Transcranial MRgFUS demonstrates a trend toward improvement in hand tremor, and a clinically significant reduction in mean UPDRS. A significant placebo response was noted in a randomized clinical trial 7).
With institutional review board approval, and with prospective informed consent, 15 patients with medication-refractory essential tremor were enrolled in a Health Insurance Portability and Accountability Act (HIPAA)-compliant pilot study and were treated with transcranial MR imaging-guided focused ultrasound surgery targeting the ventralis intermedius nucleus of the thalamus contralateral to their dominant hand. Fourteen patients were ultimately included. Diffusion tensor imaging (DTI) (DT MR imaging) studies at 3 Tesla were performed preoperatively and 24 hours, 1 week, 1 month, and 3 months after the procedure. Fractional anisotropy (FA) maps were calculated from the DT imaging data sets for all time points in all patients. Voxels where FA consistently decreased over time were identified, and FA change in these voxels was correlated with clinical changes in tremor over the same period by using Pearson correlation.
Ipsilateral brain structures that showed prespecified negative correlation values of FA over time of -0.5 or less included the pre- and postcentral subcortical white matter in the hand knob area; the region of the corticospinal tract in the semioval center, in the posterior limb of the internal capsule, and in the cerebral peduncle; the thalamus; the region of the red nucleus; the location of the central tegmental tract; and the region of the inferior olive. The contralateral middle cerebellar peduncle and bilateral portions of the superior vermis also showed persistent decrease in FA over time. There was strong correlation between decrease in FA and clinical improvement in hand tremor 3 months after lesion inducement (P < .001).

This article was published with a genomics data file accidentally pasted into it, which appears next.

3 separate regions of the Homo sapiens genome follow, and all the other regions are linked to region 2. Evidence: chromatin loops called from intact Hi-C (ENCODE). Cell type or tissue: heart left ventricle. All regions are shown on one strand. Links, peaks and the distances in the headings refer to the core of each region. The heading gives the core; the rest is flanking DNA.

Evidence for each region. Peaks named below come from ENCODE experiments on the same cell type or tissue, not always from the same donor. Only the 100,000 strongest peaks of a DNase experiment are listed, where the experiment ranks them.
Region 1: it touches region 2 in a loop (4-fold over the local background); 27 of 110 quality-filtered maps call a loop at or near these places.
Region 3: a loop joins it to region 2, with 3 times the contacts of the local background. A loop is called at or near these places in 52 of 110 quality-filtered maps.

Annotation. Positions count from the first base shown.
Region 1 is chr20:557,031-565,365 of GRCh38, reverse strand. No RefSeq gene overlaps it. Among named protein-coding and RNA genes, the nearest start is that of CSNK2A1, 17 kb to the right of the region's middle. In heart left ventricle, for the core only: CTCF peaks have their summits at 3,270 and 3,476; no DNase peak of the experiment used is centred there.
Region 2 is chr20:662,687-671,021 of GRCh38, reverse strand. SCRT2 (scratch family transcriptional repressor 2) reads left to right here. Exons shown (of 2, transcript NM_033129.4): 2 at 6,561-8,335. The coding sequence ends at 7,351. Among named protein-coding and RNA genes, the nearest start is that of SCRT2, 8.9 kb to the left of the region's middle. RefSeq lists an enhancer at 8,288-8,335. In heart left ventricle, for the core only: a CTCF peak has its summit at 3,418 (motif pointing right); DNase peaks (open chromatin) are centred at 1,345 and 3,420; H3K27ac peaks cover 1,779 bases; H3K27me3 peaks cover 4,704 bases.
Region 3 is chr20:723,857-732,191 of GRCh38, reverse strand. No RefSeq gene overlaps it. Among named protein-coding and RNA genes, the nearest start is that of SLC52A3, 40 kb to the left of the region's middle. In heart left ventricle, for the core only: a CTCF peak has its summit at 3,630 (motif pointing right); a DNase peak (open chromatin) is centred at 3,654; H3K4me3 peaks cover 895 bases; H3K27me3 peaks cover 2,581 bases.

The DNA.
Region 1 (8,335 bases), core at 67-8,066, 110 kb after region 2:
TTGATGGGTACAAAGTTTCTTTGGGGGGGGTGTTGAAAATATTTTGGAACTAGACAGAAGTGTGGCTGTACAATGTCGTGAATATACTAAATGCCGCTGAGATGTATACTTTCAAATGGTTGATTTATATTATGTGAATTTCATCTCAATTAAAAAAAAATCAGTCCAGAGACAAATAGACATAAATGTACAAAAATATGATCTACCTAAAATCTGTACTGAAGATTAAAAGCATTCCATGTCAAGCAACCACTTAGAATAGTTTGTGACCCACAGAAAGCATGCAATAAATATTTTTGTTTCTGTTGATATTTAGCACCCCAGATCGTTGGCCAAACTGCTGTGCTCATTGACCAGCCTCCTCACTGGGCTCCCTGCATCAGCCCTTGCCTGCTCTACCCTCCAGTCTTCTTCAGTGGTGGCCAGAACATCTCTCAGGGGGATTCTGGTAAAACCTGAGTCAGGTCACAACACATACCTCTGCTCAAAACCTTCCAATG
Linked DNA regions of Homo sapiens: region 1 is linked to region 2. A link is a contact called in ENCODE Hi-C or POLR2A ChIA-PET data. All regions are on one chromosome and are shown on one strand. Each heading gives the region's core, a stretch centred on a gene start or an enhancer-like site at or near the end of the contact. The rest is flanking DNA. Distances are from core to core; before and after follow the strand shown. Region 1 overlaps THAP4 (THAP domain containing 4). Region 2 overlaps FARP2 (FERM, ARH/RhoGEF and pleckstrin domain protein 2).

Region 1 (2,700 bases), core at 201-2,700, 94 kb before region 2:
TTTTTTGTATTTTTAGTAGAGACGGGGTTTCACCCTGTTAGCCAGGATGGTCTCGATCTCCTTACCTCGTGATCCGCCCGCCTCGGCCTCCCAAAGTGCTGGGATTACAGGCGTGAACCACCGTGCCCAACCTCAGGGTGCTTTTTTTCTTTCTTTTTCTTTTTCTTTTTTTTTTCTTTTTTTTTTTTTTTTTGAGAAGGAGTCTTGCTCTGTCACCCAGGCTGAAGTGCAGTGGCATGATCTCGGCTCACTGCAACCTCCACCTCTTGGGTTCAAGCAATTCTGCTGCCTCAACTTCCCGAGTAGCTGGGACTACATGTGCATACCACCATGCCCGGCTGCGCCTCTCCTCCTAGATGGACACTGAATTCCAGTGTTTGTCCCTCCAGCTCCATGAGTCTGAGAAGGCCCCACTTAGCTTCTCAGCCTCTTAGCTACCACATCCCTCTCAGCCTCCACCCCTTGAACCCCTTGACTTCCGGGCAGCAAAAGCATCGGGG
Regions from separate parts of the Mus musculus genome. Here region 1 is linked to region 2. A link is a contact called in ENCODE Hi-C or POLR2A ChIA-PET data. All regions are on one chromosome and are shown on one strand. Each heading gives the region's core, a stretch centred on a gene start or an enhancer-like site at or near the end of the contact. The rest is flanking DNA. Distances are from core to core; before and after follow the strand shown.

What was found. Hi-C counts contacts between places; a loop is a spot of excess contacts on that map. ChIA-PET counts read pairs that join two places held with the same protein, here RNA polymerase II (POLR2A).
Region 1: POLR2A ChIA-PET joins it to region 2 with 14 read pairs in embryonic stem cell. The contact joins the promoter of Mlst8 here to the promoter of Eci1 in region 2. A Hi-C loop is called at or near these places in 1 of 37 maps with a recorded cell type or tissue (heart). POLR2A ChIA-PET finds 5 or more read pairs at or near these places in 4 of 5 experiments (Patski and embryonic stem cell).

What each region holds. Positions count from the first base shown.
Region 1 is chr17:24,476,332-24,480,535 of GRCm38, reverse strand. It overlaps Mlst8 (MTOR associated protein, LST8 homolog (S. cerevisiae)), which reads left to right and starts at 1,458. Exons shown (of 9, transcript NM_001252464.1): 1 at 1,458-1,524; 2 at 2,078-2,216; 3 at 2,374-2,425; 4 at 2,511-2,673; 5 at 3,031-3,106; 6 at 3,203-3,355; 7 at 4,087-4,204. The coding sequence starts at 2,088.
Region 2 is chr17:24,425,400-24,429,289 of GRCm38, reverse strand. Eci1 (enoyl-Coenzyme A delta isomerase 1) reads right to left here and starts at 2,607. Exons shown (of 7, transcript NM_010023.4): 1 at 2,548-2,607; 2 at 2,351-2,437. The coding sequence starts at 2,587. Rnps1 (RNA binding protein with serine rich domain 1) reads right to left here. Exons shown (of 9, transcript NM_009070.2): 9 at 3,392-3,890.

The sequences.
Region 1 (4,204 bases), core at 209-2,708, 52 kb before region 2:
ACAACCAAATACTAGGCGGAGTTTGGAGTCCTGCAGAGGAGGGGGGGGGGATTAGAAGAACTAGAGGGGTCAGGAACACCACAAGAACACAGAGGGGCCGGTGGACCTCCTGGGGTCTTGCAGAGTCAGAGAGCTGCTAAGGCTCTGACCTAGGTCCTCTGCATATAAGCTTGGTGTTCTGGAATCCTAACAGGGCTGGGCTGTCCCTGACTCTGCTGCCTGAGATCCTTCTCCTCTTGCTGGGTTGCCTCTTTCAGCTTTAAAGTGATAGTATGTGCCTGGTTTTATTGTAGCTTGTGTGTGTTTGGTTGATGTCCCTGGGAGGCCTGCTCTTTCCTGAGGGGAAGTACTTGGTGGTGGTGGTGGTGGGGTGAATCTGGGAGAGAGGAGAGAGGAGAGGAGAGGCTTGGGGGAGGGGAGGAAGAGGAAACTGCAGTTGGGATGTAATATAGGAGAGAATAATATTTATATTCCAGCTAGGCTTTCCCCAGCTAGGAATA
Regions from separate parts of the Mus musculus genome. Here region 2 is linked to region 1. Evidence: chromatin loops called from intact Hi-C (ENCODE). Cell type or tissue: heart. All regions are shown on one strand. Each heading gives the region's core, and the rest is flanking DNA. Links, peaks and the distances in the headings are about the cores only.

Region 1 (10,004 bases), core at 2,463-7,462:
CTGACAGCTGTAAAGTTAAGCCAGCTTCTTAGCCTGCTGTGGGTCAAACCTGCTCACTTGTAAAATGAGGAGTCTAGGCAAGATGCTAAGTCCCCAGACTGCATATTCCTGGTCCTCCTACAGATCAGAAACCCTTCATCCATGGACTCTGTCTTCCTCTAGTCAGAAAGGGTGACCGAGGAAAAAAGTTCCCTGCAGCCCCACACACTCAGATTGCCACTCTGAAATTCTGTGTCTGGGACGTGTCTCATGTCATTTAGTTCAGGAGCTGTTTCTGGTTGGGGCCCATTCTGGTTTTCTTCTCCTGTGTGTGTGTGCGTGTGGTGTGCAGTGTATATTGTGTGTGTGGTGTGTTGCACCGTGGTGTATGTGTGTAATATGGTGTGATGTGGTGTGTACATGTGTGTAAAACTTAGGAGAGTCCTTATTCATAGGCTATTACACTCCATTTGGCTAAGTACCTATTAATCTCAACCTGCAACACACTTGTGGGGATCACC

DT MR imaging after MR imaging-guided focused ultrasound thalamotomy depicts changes in specific brain structures. The magnitude of the DT imaging changes after thalamic lesion inducement correlates with the degree of clinical improvement in essential tremor 8).
In a pilot study, essential tremor improved in 15 patients treated with MRI-guided focused ultrasound thalamotomy. Large, randomized controlled trials will be required to assess the procedure's efficacy and safety. (Funded by the Focused Ultrasound Surgery Foundation; ClinicalTrials.gov number, NCT01304758.) 9).
MR examinations were performed before and 2 days after the ultrasound functional neurosurgical treatment to visualize the targets on T2-weighted images and determine their coordinates. Thirty consecutive targets were reconstructed: 18 were in the central lateral nucleus of the medial thalamus (central lateral thalamotomies against neurogenic pain), 1 in the centrum medianum thalamic nucleus (centrum medianum thalamotomy against essential tremor), 10 on the pallido-thalamic tract (pallido-thalamic tractotomies against Parkinson's disease), and 1 on the cerebello thalamic tract (cerebello-thalamic tractotomy against essential tremor). We describe a method for reconstruction of the lesion coordinates on post-treatment MR images, which were compared with the desired atlas target coordinates. We also calculated the accuracy of the intra-operative target placement, thus allowing to determine the global, planning, and device accuracies. We also estimated the target lesion volume.
Moser et al. found mean absolute global targeting accuracies of 0.44 mm for the medio-lateral dimension (standard deviation 0.35 mm), 0.38 mm for the antero-posterior dimension (standard deviation 0.33 mm), and 0.66 mm for the dorso-ventral dimension (standard deviation 0.37 mm). Out of the 90 measured coordinates, 83 (92.2%) were inside the millimeter domain. The mean three-dimensional (3D) global accuracy was 0.99 mm (standard deviation 0.39 mm). The mean target volumes, reconstructed from surface measurements on 3D T1 series, were 68.5 mm(3) (standard deviation 39.7 mm(3)), and 68.9 mm(3) (standard deviation 40 mm(3)) using an ellipsoidal approximation 10).